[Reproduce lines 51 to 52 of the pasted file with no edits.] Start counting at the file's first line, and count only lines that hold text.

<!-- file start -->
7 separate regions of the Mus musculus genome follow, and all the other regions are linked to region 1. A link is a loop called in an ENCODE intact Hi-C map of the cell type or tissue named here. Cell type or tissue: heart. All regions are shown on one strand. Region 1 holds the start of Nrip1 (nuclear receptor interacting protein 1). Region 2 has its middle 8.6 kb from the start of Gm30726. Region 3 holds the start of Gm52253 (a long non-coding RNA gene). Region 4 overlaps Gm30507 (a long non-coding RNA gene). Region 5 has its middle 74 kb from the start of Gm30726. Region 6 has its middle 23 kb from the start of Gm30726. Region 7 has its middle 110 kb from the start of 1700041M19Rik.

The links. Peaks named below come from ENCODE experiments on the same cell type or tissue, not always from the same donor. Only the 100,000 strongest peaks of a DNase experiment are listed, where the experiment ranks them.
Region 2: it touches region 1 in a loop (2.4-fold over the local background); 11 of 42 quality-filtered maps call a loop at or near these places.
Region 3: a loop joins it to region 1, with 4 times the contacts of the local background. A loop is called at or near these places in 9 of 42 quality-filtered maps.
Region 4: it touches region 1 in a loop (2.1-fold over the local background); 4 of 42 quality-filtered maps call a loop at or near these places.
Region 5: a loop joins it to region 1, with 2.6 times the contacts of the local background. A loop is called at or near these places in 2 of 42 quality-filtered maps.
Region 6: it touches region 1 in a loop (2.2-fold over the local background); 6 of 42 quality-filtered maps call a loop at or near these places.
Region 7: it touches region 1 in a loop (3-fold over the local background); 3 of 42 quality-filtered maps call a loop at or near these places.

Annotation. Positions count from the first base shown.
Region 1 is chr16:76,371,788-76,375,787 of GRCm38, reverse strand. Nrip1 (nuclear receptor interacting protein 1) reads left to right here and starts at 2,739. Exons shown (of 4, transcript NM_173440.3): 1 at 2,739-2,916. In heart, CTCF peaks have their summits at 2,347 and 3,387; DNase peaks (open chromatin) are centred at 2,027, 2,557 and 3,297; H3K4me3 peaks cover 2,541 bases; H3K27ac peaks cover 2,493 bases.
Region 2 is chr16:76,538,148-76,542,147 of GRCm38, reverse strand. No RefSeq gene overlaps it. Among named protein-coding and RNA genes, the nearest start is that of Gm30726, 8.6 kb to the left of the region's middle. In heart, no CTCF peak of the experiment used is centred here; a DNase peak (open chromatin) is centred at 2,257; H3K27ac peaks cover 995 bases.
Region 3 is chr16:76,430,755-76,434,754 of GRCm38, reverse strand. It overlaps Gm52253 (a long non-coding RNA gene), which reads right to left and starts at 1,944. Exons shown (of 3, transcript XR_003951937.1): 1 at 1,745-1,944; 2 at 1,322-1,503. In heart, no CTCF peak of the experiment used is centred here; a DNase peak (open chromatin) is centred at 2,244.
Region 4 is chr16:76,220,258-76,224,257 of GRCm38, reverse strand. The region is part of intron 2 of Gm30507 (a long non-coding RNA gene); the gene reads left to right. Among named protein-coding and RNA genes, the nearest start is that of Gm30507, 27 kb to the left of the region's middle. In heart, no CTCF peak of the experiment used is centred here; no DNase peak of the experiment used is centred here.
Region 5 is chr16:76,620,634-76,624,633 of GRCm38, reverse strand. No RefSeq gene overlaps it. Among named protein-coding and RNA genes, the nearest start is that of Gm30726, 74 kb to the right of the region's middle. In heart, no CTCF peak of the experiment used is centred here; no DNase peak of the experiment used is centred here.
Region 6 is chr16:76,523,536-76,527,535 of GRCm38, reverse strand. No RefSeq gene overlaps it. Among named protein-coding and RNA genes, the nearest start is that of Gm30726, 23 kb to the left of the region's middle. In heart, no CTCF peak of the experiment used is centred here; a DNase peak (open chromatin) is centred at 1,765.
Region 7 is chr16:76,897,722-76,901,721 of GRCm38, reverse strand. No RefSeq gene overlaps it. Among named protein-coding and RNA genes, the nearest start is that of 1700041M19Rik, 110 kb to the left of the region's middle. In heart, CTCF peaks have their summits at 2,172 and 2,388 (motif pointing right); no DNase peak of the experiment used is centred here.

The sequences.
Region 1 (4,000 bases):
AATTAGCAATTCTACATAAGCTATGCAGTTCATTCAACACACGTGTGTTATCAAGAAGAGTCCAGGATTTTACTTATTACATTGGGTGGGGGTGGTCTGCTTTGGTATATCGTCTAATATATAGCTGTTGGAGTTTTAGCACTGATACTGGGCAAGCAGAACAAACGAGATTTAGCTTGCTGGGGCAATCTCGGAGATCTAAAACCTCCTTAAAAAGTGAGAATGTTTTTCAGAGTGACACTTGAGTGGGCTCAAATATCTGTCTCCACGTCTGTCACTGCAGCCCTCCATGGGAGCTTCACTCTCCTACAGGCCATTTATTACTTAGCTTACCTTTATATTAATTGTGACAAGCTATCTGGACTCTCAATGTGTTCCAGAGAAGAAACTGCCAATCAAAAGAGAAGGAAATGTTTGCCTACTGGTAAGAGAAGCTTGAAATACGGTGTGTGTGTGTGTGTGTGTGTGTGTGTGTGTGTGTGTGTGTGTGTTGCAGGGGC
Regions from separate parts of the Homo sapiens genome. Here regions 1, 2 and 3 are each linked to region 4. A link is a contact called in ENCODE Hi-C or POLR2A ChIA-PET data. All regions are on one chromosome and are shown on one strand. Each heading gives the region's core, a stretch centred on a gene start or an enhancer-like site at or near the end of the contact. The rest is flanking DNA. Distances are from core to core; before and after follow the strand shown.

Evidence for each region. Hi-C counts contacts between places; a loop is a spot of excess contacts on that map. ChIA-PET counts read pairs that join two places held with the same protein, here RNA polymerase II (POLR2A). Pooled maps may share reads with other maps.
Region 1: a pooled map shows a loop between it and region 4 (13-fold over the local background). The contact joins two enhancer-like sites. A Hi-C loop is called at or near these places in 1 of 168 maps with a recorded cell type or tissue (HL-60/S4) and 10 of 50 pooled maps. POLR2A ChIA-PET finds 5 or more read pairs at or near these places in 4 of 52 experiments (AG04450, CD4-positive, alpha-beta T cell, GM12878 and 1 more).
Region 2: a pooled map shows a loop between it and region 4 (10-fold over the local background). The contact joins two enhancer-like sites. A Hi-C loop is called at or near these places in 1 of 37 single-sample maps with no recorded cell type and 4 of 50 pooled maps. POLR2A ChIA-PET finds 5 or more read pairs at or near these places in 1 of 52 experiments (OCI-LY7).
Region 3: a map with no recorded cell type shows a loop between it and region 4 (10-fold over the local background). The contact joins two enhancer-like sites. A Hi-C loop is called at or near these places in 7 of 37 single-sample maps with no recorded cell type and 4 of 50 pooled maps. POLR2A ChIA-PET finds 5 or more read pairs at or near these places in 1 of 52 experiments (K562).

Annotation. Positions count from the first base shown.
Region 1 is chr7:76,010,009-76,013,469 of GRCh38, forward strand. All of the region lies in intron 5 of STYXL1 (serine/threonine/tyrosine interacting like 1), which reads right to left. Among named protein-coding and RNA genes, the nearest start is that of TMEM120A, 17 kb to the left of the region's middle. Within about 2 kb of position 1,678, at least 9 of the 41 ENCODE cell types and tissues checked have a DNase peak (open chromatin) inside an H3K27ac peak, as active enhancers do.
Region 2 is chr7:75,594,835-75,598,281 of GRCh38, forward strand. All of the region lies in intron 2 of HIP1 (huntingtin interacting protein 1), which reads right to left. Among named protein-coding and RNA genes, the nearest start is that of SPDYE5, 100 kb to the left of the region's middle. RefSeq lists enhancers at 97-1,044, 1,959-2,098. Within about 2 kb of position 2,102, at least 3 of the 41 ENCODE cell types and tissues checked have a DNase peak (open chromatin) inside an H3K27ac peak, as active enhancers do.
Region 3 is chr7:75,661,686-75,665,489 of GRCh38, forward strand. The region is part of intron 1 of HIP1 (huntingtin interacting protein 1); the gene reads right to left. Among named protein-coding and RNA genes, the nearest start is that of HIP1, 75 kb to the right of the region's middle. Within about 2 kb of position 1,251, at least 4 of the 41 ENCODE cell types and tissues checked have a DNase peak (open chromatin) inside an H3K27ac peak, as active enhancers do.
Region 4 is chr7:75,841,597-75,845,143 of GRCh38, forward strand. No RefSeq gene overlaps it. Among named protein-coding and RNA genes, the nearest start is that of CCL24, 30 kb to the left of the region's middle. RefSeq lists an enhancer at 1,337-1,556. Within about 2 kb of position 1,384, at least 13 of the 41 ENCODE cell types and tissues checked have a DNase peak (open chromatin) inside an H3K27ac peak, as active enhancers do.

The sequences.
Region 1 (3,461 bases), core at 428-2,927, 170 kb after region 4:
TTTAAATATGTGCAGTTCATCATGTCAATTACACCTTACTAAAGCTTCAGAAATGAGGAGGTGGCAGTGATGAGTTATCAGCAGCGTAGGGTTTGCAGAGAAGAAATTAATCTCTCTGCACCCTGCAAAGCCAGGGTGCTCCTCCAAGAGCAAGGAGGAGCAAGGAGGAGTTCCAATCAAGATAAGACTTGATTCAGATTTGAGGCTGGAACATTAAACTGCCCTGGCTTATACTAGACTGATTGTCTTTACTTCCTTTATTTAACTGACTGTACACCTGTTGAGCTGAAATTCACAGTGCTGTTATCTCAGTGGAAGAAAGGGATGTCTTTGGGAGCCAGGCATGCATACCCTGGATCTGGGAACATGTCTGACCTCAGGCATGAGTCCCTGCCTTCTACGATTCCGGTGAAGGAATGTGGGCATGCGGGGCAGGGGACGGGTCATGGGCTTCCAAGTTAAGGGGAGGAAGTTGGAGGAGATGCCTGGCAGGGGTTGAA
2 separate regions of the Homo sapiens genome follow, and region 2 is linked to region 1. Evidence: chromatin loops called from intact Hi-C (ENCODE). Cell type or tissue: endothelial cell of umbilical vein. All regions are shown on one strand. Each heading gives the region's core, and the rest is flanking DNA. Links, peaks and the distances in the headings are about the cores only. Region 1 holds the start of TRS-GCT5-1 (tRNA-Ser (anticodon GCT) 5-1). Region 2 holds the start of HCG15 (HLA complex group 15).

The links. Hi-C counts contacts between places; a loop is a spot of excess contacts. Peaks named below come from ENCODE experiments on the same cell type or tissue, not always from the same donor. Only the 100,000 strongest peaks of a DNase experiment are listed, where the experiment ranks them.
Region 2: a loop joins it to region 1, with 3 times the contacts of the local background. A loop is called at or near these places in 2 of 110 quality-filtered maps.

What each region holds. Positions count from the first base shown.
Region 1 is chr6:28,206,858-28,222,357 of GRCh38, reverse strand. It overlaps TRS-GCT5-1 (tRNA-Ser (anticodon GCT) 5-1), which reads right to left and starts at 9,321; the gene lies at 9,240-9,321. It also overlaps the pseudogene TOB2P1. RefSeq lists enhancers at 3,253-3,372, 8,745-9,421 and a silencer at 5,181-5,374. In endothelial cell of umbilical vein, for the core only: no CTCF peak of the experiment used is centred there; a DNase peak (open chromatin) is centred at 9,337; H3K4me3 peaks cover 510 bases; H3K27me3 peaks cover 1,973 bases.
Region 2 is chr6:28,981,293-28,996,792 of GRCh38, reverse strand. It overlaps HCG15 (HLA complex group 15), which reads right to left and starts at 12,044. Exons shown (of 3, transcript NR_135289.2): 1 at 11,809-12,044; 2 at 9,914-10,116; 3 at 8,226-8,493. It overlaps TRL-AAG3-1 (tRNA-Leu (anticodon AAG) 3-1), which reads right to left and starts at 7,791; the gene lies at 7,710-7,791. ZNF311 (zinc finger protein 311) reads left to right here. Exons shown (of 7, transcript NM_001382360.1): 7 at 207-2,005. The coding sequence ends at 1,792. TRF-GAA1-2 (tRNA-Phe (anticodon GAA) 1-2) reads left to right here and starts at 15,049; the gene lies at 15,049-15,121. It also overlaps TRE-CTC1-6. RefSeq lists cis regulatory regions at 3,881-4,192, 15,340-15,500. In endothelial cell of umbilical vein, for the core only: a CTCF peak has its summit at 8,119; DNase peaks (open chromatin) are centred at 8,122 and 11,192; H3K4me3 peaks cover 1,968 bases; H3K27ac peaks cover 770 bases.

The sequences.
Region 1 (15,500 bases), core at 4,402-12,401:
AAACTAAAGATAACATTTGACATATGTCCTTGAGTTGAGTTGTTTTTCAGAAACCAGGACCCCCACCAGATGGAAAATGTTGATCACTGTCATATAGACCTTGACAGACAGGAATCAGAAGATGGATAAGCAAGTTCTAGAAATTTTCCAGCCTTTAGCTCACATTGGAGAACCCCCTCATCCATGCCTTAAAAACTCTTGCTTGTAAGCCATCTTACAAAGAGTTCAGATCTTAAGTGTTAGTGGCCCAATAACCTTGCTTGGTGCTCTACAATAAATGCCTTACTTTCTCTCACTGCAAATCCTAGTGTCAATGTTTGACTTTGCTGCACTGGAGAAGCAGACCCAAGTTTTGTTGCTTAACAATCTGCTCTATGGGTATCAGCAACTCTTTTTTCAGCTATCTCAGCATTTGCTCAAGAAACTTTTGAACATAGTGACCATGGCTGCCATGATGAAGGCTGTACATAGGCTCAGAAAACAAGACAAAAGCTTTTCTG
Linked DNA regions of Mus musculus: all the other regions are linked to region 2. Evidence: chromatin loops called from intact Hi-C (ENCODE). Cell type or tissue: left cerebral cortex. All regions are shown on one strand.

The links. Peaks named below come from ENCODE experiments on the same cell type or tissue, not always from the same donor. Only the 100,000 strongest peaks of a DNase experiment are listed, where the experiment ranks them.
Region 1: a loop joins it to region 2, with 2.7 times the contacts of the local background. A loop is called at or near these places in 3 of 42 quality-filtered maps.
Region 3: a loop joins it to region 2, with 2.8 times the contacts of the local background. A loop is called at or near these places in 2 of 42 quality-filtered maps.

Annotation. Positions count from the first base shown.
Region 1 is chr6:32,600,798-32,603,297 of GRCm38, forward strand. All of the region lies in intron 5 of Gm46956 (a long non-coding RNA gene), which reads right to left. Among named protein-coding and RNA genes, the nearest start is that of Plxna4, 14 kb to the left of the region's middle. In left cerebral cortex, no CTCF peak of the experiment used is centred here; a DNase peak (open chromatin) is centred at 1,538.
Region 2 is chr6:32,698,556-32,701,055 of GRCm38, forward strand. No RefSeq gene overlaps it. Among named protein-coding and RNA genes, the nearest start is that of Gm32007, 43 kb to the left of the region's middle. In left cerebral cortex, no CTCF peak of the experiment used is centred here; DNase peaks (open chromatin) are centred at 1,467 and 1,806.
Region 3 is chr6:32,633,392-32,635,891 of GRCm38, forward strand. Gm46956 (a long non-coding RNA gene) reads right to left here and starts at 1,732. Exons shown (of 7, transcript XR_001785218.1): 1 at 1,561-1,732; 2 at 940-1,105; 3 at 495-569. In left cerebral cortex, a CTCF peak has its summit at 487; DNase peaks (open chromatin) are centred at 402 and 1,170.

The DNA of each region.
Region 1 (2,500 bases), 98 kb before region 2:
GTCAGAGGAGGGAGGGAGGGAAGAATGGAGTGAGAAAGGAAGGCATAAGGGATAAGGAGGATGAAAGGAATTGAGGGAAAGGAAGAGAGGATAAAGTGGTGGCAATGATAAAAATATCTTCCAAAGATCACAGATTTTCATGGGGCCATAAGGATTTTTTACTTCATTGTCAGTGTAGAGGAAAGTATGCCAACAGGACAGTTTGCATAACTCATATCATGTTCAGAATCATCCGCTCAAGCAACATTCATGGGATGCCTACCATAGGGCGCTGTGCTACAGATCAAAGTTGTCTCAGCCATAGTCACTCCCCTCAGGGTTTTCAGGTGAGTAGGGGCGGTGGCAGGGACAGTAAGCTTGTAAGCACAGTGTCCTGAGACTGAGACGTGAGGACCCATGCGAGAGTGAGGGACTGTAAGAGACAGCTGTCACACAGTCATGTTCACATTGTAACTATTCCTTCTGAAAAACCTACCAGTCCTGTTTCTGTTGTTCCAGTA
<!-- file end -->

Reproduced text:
Region 1 (2,500 bases), 98 kb before region 2:
GTCAGAGGAGGGAGGGAGGGAAGAATGGAGTGAGAAAGGAAGGCATAAGGGATAAGGAGGATGAAAGGAATTGAGGGAAAGGAAGAGAGGATAAAGTGGTGGCAATGATAAAAATATCTTCCAAAGATCACAGATTTTCATGGGGCCATAAGGATTTTTTACTTCATTGTCAGTGTAGAGGAAAGTATGCCAACAGGACAGTTTGCATAACTCATATCATGTTCAGAATCATCCGCTCAAGCAACATTCATGGGATGCCTACCATAGGGCGCTGTGCTACAGATCAAAGTTGTCTCAGCCATAGTCACTCCCCTCAGGGTTTTCAGGTGAGTAGGGGCGGTGGCAGGGACAGTAAGCTTGTAAGCACAGTGTCCTGAGACTGAGACGTGAGGACCCATGCGAGAGTGAGGGACTGTAAGAGACAGCTGTCACACAGTCATGTTCACATTGTAACTATTCCTTCTGAAAAACCTACCAGTCCTGTTTCTGTTGTTCCAGTA